The Book of Human Emotions: From Ambiguphobia to Umpty - 154 Words from Around the World for How We Feel - Tiffany Watt Smith 2016


Every night, somewhere in America, a parent is reading their child one of the country’s most famous of children’s tales: The Little Engine That Could. It’s a 1930s story of an intrepid shunting engine. When the bigger locomotives refuse to pull a long train over the mountain, the little one gives it a try, chuffing, “I think I can I think I can I think I can,” as it slowly grinds up the slope. The little engine’s ultimate success is supposed to instill optimism (see: HOPEFULNESS) and COURAGE in children. Many of the adults reading it at their children’s bedside, however, might just feel a catch in their throat.

The sensation of being touched or moved on seeing the little guy overcome an obstacle or do something praiseworthy has a name in Japanese: ijirashii (pronounced e-jee-ra-she). It’s the feeling we might get watching an athlete, against all the odds, cross the finishing line, or on hearing of a homeless person handing in a lost wallet. Perhaps it might even make us weep, as did Churchill on seeing the dignity and resilience of the poorest Londoners during the Blitz. In some cultures its combination of pathos and vicarious pride might be dismissed as sentimentality. In Japan, however, this feeling is celebrated, considered the appropriate response to witnessing the immense fortitude of those who at first seemed weak and vulnerable.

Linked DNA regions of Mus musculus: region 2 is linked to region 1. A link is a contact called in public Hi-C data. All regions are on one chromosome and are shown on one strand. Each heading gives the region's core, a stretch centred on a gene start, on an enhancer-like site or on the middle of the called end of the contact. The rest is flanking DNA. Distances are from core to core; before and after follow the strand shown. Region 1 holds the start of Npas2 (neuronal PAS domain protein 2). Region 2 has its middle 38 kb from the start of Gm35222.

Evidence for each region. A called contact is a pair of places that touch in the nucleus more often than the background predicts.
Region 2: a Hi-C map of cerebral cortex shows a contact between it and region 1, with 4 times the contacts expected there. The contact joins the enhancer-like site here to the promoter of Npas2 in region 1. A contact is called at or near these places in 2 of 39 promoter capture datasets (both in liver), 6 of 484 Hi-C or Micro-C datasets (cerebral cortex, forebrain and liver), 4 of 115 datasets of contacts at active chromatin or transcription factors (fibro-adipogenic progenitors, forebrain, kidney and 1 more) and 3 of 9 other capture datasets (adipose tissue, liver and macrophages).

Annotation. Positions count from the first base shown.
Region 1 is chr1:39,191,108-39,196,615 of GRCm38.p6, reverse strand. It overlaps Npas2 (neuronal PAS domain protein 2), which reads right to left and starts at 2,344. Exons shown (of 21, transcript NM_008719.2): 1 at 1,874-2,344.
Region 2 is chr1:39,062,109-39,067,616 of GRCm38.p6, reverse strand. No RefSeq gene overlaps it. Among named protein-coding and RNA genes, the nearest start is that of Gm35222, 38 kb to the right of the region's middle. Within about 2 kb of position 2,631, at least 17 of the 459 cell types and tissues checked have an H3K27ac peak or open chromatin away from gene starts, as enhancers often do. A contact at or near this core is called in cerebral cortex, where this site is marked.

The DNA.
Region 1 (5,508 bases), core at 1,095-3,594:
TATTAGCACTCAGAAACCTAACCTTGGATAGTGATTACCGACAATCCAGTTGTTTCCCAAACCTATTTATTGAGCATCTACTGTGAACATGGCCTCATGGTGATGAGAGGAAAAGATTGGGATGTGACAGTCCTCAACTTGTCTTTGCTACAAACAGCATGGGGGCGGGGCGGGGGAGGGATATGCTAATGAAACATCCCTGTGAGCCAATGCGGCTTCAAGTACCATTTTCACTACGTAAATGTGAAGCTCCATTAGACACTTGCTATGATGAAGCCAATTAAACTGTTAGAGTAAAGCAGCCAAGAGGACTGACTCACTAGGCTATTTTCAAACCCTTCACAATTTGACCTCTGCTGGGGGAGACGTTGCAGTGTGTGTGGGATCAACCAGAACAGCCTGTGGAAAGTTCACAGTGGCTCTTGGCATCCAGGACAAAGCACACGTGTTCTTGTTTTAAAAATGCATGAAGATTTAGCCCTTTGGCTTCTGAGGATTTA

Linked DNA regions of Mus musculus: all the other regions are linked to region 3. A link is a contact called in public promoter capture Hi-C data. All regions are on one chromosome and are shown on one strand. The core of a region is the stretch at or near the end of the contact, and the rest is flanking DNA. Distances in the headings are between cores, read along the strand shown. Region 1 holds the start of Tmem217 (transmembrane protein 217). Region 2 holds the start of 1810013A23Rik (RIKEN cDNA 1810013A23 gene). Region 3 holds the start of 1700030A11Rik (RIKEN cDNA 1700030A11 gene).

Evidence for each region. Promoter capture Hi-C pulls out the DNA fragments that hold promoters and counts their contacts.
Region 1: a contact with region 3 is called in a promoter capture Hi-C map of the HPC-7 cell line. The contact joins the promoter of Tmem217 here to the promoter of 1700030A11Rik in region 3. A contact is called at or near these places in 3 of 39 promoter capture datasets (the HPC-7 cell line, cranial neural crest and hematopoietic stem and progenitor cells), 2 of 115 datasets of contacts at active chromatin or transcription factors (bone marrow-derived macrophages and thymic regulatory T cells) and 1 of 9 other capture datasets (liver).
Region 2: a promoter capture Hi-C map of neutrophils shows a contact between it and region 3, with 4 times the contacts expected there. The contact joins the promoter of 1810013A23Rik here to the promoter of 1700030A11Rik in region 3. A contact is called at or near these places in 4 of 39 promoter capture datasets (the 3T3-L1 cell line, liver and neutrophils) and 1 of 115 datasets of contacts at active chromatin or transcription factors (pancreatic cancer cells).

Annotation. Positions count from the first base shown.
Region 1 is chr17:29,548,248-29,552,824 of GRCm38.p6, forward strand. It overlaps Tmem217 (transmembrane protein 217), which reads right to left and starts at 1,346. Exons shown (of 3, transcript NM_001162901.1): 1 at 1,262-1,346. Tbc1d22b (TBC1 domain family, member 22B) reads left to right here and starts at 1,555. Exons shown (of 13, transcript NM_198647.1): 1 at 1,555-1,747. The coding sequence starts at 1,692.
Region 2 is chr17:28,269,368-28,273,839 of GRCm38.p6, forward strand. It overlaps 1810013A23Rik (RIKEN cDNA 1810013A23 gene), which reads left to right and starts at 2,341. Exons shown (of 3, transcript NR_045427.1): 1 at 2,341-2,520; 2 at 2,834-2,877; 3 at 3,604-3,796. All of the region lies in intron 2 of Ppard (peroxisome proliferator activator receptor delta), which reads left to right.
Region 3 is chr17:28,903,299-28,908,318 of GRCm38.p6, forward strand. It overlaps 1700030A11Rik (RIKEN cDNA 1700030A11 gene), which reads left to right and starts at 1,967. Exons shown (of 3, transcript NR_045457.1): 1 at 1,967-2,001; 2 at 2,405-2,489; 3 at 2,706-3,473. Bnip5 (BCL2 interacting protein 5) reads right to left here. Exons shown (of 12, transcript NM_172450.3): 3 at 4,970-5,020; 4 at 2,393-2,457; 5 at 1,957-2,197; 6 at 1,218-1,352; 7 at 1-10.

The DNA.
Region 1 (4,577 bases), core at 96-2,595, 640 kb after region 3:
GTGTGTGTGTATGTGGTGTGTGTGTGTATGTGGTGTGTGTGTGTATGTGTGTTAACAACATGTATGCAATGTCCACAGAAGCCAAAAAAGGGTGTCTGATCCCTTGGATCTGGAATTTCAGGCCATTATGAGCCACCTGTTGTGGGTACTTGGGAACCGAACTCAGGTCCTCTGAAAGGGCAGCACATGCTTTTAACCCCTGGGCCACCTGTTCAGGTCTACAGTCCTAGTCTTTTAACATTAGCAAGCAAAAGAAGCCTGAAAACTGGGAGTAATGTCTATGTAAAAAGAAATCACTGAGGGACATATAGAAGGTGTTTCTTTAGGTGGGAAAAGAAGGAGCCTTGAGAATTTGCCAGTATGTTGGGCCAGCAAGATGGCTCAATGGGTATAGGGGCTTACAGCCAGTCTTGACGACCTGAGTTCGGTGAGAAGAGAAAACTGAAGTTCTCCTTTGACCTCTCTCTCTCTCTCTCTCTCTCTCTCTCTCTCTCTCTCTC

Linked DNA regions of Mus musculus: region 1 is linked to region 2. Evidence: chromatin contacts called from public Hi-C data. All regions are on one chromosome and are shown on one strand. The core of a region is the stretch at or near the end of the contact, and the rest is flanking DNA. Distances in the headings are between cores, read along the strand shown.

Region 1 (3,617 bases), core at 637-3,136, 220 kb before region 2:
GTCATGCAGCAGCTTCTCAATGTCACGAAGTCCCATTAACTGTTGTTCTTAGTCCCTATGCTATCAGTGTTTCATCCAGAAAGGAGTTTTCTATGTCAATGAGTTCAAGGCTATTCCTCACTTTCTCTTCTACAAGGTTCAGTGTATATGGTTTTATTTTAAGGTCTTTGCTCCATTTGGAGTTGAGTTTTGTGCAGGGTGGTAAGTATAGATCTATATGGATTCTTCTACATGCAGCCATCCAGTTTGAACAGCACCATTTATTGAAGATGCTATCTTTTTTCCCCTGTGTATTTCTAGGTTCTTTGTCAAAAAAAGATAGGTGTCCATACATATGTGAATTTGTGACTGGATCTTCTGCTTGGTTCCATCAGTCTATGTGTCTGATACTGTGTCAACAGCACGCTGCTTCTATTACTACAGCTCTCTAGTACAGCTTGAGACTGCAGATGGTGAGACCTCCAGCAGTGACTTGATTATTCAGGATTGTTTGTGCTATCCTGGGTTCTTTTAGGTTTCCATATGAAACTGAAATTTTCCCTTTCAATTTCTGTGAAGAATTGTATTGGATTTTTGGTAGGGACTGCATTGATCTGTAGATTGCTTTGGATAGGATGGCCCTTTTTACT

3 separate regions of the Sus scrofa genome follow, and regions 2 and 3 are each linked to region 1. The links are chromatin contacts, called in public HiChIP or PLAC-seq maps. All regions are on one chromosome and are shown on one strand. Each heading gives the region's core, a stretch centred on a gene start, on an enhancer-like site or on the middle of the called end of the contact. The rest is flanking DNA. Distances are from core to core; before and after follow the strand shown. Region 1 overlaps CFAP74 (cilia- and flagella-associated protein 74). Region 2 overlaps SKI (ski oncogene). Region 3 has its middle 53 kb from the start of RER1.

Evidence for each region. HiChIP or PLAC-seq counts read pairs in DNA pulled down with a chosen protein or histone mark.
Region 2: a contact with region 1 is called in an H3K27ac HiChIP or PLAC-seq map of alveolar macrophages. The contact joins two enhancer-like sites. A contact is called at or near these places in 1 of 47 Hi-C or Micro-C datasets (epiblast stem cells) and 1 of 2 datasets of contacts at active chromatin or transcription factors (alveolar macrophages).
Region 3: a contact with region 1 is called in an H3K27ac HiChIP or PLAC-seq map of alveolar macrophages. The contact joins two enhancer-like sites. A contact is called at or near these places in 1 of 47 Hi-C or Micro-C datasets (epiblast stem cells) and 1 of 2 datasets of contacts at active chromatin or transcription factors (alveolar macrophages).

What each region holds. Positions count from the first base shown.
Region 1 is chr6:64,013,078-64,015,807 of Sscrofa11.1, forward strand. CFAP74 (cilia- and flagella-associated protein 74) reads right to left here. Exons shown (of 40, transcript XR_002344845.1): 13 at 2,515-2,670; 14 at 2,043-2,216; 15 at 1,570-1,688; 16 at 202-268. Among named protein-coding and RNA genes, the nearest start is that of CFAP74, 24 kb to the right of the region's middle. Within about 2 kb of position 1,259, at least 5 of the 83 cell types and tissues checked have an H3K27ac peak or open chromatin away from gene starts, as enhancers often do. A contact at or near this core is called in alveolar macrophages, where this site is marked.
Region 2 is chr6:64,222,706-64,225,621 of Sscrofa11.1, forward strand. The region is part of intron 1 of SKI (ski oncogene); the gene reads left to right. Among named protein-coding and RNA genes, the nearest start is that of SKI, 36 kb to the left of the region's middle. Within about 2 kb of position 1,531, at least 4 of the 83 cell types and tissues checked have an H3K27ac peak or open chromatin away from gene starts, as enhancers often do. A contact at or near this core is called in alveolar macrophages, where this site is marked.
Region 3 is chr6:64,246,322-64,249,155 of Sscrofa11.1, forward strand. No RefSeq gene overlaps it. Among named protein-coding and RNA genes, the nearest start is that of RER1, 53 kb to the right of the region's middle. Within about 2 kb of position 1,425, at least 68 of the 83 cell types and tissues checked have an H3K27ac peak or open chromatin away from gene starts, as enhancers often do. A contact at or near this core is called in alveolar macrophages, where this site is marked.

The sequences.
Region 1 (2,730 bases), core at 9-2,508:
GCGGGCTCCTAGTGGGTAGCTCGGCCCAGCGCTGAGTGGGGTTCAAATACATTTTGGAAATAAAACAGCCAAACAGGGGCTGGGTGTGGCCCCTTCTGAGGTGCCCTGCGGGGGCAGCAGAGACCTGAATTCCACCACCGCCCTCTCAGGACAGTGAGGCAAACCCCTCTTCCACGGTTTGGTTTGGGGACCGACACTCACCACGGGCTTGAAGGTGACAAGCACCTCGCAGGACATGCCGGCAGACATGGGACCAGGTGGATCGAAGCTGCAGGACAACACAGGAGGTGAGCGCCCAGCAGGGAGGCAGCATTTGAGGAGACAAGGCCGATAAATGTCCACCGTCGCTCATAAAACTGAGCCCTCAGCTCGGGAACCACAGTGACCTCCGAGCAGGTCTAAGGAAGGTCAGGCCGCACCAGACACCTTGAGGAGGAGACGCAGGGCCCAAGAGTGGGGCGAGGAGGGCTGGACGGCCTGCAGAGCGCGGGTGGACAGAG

For other reasons to weep, see: RELIEF.

For another example of vicarious pride, see: NAKHES.